Nature Trail for the blind
A short tour of the trail and adjacent facilities
To experience the trail first hand you would turn South off of Gurley onto Mount Vernon Street and follow the paved road (Senator Highway) for about 16 miles to the community of Groom Creek. The Nature trail for the blind is located just a few hundred yards further beyond. Turn left on a gravel road and proceed to the parking lot.
Nature Trail For the Blind in Groom Creek: This trail, built by the Sunrise Lions Club of Prescott, with cooperation of the U.S. Forest Service, is designed to aid visitors in sensing a topical ponderosa pine forest. Although the trial was primarily constructed for the blind, God’s creation may be more keenly experienced by all who open their total sense’s touch, sight, smell, sound. As you begin the trail, be observant of your surroundings: you will be richer for it.
Admission to the Park
The site for the trail is the Prescott National Forest and there is a small ($2.00 per car) charge to help cover the cost of maintenance and improvements. The Golden Age card and a number of other passes also cover the entry fee.
Arriving & finding the trail
As you walk from the parking lot into the area you find an asphalt paved path with a log curbing one side. The curbing provides a reference line for a blind person to follow along with the cane.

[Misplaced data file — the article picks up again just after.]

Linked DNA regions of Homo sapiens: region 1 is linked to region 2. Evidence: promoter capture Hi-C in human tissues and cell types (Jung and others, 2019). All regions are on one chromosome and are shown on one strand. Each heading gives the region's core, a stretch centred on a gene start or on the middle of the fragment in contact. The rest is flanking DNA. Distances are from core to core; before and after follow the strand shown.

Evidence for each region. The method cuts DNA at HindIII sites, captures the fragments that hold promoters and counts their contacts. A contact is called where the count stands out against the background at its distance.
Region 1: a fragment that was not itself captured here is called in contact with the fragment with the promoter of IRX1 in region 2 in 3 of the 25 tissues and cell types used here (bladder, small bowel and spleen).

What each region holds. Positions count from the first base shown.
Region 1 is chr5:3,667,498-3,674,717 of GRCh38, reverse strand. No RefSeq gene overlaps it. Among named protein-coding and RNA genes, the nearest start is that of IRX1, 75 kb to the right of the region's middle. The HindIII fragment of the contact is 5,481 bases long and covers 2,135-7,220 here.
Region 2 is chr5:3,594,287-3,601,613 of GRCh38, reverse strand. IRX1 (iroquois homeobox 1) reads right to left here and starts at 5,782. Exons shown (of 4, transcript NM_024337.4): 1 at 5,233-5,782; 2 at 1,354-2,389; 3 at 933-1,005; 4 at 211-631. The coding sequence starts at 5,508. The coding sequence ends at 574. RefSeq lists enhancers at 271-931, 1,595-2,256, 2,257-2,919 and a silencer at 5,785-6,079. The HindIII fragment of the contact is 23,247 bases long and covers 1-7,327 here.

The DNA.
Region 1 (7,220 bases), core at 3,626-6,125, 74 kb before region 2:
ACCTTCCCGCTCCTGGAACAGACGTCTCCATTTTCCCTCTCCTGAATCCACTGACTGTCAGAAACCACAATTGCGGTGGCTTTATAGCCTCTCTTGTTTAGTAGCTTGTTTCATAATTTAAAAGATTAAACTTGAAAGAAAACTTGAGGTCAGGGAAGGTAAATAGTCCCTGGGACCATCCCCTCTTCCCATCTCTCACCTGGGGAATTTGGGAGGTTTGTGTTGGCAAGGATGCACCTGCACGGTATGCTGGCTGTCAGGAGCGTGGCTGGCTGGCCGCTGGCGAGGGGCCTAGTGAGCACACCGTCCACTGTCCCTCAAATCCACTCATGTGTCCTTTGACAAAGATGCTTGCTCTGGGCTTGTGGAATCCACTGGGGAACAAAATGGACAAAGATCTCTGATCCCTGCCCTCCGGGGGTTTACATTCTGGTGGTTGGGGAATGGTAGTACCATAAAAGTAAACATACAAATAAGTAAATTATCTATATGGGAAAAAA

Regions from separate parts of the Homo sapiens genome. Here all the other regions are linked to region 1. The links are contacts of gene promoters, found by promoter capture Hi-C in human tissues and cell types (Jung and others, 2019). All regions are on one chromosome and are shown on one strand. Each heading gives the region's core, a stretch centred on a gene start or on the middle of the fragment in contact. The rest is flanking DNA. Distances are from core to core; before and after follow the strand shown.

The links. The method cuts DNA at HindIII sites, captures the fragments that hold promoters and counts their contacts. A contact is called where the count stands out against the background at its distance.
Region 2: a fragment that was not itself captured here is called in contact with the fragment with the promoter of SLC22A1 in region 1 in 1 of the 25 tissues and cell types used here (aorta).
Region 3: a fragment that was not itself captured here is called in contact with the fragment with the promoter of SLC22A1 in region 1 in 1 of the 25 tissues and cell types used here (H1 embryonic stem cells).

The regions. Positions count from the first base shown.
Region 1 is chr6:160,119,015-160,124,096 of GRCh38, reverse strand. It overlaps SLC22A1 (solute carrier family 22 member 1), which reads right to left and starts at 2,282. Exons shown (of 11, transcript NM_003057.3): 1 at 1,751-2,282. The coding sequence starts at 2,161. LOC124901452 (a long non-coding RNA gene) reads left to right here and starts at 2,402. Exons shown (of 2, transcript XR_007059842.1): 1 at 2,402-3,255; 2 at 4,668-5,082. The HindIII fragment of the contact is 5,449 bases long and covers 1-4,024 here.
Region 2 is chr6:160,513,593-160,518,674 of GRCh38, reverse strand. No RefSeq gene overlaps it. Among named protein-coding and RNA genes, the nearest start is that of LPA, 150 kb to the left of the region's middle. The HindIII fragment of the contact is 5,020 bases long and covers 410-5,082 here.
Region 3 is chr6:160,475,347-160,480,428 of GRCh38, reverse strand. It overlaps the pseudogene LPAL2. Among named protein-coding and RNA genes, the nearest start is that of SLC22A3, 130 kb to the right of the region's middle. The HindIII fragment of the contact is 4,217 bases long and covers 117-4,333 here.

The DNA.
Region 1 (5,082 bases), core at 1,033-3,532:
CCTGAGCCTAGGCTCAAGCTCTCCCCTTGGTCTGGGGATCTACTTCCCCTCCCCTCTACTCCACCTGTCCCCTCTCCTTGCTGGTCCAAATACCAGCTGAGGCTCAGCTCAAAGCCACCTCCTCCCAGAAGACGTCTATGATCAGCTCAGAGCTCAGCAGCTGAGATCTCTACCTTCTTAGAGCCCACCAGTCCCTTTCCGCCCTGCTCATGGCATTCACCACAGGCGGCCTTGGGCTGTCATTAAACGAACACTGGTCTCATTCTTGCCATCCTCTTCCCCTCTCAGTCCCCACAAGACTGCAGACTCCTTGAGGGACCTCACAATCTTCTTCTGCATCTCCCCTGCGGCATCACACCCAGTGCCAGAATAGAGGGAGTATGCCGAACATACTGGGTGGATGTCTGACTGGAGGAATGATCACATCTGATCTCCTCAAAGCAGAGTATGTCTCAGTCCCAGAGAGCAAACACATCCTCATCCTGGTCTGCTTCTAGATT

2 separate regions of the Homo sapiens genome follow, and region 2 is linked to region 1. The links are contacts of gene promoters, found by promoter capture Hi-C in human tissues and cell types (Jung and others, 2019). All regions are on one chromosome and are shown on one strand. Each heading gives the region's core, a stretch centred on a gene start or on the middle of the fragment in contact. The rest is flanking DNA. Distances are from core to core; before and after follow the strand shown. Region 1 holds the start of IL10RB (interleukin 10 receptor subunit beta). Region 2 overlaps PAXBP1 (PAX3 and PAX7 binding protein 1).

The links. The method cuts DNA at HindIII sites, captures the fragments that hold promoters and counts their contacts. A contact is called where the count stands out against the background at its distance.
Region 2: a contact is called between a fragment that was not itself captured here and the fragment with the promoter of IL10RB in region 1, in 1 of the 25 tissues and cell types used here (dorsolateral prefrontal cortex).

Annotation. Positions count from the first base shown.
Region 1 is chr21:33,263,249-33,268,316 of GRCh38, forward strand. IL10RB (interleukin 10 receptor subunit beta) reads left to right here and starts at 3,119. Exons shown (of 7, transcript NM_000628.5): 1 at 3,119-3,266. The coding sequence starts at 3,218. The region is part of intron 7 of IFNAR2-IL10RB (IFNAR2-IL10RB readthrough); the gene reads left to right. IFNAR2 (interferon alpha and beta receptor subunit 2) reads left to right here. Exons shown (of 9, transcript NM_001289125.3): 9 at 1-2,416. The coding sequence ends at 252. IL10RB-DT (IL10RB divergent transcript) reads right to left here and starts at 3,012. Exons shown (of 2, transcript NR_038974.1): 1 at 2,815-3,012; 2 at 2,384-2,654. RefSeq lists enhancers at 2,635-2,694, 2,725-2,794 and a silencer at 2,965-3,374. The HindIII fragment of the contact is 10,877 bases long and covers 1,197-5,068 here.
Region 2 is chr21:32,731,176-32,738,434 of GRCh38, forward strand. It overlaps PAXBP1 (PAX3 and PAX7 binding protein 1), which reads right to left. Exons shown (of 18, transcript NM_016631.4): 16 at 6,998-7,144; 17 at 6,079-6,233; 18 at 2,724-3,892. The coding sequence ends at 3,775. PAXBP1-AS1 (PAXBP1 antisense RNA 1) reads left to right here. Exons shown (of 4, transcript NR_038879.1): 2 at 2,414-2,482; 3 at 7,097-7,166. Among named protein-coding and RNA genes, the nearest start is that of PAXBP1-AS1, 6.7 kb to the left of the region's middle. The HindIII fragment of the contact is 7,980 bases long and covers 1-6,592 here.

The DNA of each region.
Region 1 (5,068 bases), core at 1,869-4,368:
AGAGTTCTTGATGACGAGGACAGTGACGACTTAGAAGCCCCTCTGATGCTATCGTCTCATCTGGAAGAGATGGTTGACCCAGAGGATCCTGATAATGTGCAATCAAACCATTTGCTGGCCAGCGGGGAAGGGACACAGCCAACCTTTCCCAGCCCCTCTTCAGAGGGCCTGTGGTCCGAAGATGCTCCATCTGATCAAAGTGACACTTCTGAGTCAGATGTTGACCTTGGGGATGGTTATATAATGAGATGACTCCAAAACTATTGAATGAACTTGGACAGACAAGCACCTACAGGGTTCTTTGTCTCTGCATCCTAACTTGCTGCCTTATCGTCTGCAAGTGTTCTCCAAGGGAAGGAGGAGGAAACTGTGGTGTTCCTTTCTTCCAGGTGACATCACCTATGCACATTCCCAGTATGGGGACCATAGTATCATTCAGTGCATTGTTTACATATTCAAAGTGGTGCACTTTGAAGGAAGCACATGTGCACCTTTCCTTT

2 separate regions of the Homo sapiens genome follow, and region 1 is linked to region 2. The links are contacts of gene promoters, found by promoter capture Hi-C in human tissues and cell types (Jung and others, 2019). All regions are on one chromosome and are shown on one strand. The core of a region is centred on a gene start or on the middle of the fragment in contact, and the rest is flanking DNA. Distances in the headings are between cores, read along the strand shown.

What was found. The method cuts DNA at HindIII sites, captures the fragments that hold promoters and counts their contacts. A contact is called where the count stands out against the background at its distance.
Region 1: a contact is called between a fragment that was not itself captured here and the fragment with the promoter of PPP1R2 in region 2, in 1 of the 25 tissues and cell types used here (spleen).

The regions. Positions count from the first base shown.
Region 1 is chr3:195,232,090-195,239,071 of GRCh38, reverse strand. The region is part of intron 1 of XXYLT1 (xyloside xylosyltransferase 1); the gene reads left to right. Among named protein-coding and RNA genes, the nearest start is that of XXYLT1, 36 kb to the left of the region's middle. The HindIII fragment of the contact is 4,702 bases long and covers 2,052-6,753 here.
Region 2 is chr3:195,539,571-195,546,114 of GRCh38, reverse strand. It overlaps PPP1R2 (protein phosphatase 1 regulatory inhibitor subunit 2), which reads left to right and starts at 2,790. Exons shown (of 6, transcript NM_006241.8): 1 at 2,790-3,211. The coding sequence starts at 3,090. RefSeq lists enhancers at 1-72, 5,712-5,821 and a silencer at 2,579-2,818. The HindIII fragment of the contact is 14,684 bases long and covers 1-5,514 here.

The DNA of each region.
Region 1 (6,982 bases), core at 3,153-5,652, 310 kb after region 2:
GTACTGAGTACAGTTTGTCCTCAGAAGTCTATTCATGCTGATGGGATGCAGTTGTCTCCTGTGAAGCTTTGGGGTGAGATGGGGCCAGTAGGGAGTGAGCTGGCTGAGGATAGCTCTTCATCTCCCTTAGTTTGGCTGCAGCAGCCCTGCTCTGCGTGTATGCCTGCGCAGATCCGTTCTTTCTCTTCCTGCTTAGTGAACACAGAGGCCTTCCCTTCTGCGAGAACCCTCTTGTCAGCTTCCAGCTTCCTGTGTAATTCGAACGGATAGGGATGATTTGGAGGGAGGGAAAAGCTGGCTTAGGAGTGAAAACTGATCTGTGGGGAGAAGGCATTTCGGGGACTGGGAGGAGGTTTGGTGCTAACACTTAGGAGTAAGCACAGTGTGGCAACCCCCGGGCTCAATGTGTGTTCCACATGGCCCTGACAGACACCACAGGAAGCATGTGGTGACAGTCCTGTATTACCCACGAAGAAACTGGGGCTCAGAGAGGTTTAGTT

Bridges to everywhere
There are a number of bridges along the path that provide access over the uneven terrain.
Displays on the trail
A number of displays are provided that tell the story of local forest dwellers. The model of the subject can be felt by a blind individual to get a sensory picture of the subject being described.
A legacy of wilderness architecture
The site itself was once the location for the Groom Creek school. The building continues to serve as a maintenance facility for the Forest Service and is the centerpiece for a picnic area, complete with tables and restroom. When the weather is favorable in the Summer, the Sunrise Lions Club often hosts brunches for elderly individuals from local nursing homes. The homes transport their clients to the site and Lion members provide the grub and do the cooking.
Get your ticket to the trail
If you decide to visit the trail, hopefully with someone who could not otherwise experience the sights, sounds and smells of the forest in their usual setting, it would be a good idea to contact the Forest Service at their Bradshaw Ranger District office (928?443?8000) to be sure the site is open. A brochure describing the facility is also available from that office.